The Scar

I was sitting in my corner booth, as usual on a Friday night. I was on my third beer. Fourth? Third? Third.

I finished it with a long sip and wiped the suds off my beard. It was around then when I saw him looking at me. I knew why. I could see it in his stare. He was looking at my scar.

From eyebrow to chin; it was quite noticeable. Thirty-two stitches’ worth and hell of a lot of pain. Tremendous pain.

It was a college boy. It wasn’t uncommon. Ever since the campus nearby became dry, there’ve been more and more of them. I don’t blame ’em. I remember my days being young. I remember them well. I was just like the boy staring at me. Young and stupid. So horribly stupid. I had more stubble than that boy, though, that’s for sure.

The kid ordered two beers and carefully walked them over to my booth. He sat down and slid me one. My usual reaction would be asking him politely to go to hell. I don’t like newcomers sitting in my booth. I knew why he was staring earlier, but why he abandoned his friends to talk to an old bear like me was beyond me. And his breath reeked of tequila.

“Excuse me sir, *hic!* but I just couldn’t help but notice your *hic!* scar.” The college boy took a long draw of the beer to rid himself of the hiccups. “There has to be a story behind it. And I just get so damn *hic!* curious. How’d you get that scar?”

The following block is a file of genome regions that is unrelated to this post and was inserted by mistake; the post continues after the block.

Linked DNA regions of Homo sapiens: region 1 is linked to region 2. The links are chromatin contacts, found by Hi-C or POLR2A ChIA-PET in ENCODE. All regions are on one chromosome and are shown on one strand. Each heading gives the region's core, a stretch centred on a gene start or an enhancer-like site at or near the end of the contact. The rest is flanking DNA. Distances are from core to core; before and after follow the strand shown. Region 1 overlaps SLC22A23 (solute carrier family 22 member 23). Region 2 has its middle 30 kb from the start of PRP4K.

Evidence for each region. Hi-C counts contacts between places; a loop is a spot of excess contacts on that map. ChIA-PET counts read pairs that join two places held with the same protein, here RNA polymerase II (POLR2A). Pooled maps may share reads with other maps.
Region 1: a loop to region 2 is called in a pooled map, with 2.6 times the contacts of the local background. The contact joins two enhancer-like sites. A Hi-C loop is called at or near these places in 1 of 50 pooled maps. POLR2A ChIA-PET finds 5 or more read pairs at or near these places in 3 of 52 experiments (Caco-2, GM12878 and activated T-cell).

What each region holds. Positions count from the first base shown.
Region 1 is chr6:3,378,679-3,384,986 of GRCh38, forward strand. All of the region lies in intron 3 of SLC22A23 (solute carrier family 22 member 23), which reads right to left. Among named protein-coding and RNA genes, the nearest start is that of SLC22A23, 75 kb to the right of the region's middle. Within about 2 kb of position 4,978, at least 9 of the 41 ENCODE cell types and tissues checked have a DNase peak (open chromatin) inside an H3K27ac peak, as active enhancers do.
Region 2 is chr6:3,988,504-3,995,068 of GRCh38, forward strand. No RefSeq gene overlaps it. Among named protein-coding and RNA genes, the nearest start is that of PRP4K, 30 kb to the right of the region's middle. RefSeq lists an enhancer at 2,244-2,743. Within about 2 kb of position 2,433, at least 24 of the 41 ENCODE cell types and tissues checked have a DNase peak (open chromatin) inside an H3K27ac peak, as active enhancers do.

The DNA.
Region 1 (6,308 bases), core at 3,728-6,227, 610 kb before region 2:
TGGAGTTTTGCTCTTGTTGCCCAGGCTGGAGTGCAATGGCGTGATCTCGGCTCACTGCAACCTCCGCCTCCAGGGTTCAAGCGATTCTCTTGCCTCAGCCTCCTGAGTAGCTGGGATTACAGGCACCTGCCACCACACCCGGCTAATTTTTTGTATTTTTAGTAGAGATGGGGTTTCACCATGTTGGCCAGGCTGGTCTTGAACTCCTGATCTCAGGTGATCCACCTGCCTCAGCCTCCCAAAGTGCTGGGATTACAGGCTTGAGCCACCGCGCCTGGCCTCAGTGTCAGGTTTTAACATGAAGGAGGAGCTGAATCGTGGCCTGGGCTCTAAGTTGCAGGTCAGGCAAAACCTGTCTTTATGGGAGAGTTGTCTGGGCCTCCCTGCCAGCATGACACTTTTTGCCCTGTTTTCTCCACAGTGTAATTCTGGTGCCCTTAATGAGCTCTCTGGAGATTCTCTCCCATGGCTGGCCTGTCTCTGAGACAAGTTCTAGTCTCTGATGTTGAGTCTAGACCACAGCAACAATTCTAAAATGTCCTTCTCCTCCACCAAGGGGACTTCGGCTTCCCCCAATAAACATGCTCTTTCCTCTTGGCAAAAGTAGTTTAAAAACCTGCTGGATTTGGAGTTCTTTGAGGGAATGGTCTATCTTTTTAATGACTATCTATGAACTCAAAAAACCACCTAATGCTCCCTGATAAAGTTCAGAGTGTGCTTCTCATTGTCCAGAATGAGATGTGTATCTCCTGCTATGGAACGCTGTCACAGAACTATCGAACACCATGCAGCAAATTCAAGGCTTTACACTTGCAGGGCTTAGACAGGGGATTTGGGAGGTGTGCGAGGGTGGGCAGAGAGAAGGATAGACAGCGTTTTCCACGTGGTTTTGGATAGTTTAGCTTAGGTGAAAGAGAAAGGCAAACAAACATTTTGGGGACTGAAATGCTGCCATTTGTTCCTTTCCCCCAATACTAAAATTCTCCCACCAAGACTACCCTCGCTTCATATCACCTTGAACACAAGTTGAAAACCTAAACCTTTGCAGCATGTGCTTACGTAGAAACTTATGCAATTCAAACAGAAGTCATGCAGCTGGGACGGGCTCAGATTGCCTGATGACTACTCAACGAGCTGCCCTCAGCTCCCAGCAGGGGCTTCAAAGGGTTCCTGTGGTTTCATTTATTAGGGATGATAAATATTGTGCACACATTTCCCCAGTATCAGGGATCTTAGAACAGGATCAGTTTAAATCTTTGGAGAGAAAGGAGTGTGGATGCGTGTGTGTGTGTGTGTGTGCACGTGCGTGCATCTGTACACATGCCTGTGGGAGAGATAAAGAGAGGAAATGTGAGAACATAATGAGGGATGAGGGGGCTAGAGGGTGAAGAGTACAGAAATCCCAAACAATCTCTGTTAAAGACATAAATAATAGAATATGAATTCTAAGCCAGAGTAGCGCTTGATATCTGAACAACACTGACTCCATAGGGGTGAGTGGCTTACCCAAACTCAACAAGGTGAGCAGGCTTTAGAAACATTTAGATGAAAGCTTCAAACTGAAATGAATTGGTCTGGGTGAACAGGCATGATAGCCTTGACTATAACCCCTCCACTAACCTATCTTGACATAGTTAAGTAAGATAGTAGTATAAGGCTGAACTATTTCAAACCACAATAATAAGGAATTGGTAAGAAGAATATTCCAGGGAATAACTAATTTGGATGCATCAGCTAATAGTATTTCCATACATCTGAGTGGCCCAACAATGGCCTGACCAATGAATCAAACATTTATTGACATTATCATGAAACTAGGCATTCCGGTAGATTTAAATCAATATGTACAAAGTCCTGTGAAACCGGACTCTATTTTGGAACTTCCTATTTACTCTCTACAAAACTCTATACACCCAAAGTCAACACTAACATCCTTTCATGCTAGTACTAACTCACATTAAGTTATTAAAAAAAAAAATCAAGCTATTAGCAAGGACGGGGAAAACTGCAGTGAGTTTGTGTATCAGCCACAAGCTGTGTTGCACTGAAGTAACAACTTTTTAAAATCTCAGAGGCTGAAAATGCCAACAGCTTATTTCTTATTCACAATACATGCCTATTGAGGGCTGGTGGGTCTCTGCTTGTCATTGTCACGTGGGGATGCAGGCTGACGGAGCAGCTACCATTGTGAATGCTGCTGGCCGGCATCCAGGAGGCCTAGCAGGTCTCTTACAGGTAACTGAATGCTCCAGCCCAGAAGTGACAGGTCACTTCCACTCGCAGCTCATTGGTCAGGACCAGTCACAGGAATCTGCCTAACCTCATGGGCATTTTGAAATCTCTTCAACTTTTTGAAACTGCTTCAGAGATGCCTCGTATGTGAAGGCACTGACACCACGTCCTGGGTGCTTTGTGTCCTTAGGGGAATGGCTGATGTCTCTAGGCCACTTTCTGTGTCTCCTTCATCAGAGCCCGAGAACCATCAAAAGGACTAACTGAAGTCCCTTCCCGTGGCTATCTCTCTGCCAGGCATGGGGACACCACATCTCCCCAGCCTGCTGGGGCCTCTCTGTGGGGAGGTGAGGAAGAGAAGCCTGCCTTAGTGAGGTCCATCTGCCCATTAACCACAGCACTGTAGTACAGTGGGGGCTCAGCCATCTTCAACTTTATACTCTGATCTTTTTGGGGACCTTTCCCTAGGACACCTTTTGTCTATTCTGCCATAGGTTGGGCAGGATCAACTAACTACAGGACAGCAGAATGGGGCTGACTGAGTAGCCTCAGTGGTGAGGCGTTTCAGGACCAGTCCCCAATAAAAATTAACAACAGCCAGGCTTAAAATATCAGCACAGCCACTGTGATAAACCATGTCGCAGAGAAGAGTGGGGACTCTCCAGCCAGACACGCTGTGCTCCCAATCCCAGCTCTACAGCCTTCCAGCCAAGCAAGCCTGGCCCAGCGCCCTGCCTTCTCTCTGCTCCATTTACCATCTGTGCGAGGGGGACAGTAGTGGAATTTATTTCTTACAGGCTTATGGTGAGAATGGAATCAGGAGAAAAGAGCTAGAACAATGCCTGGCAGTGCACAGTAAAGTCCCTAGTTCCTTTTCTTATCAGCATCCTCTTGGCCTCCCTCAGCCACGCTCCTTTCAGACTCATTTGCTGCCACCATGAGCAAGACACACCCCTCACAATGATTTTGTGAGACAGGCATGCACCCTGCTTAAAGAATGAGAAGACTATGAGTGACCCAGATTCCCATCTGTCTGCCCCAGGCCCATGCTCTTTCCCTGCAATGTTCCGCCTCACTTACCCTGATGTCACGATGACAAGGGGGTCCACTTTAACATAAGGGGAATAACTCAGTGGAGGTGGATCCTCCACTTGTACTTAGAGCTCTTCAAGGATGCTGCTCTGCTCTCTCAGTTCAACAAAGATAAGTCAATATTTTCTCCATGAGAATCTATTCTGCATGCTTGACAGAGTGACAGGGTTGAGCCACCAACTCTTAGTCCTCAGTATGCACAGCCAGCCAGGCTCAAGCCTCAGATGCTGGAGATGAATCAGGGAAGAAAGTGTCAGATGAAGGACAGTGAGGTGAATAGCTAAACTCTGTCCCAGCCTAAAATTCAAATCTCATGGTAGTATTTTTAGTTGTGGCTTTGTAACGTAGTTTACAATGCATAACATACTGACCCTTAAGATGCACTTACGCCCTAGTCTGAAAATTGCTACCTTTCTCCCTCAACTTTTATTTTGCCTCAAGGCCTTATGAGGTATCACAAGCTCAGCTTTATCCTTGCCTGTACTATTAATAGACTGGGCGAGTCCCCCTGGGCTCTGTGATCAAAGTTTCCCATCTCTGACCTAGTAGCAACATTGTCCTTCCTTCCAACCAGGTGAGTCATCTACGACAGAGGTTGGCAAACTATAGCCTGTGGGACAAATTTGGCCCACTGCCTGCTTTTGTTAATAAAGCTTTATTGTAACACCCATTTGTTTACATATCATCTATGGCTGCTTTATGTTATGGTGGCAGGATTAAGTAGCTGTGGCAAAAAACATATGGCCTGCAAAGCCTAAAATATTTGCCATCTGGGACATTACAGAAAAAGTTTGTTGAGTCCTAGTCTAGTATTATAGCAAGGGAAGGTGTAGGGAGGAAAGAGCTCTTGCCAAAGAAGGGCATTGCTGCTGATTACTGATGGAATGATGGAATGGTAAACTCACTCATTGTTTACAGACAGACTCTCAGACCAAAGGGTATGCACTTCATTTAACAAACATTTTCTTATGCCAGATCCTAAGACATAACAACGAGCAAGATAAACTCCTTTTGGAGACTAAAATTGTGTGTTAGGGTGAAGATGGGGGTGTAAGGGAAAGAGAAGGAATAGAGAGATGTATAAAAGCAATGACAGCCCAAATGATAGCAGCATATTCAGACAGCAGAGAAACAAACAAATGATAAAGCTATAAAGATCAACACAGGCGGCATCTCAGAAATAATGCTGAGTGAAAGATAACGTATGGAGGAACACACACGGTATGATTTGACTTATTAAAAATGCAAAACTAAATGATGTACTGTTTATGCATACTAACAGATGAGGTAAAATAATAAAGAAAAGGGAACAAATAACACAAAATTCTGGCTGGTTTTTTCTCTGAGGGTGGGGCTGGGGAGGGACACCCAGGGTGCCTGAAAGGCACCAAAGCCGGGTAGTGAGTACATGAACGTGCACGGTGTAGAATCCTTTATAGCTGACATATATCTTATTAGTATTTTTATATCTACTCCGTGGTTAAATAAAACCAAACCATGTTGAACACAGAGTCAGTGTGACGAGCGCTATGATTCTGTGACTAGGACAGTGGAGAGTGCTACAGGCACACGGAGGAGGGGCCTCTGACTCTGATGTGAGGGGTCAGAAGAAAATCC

I hated telling the story. It brought up a lot. I considered downing this beer in one long chug and telling him to go away. I also considered making up some fake tall tale, stretch it out real long, see how many beers the kid would buy me. I don’t know if it was the fact that it had happened on a cold night like this, or maybe it was because I saw so much of my same young stupidity in this kid, but I opened my mouth and began talking.

“When I was your age I lived close by to here and – ”

“Did you go to Chauncelor U?”

“Chauncelor U didn’t exist when I was your age. Don’t interrupt.”

“Sorry sir.”

“Quit callin’ me sir. Jus’ shut up and liseten up. This story is a lot. I lost a friend that night. Just let me tell my story. And keep the beers coming. Okay?”

“Sure thing *hic!*”

“Well, years and years ago. I had a best friend named Mikey. Our moms had hated each other, so naturally we did what all seven-year-olds did. We said to hell with our moms and became closest friends.”

“H-how close?”

“I would have given my life for Michael Quinsberg. We were the closest two friends could be. He would’ve been my best man if I’d ever found a girl to get over this ugly mug. As we got older, our favorite thing to do was hunt with each other. Didn’t even have to talk. We just enjoyed each other’s company in silence. We shot at everything, rabbits, squirrels, deer, sometimes wolves if they were too close to the town. But our favorite game was bear.” The boy looked at my scar with his eyes widened.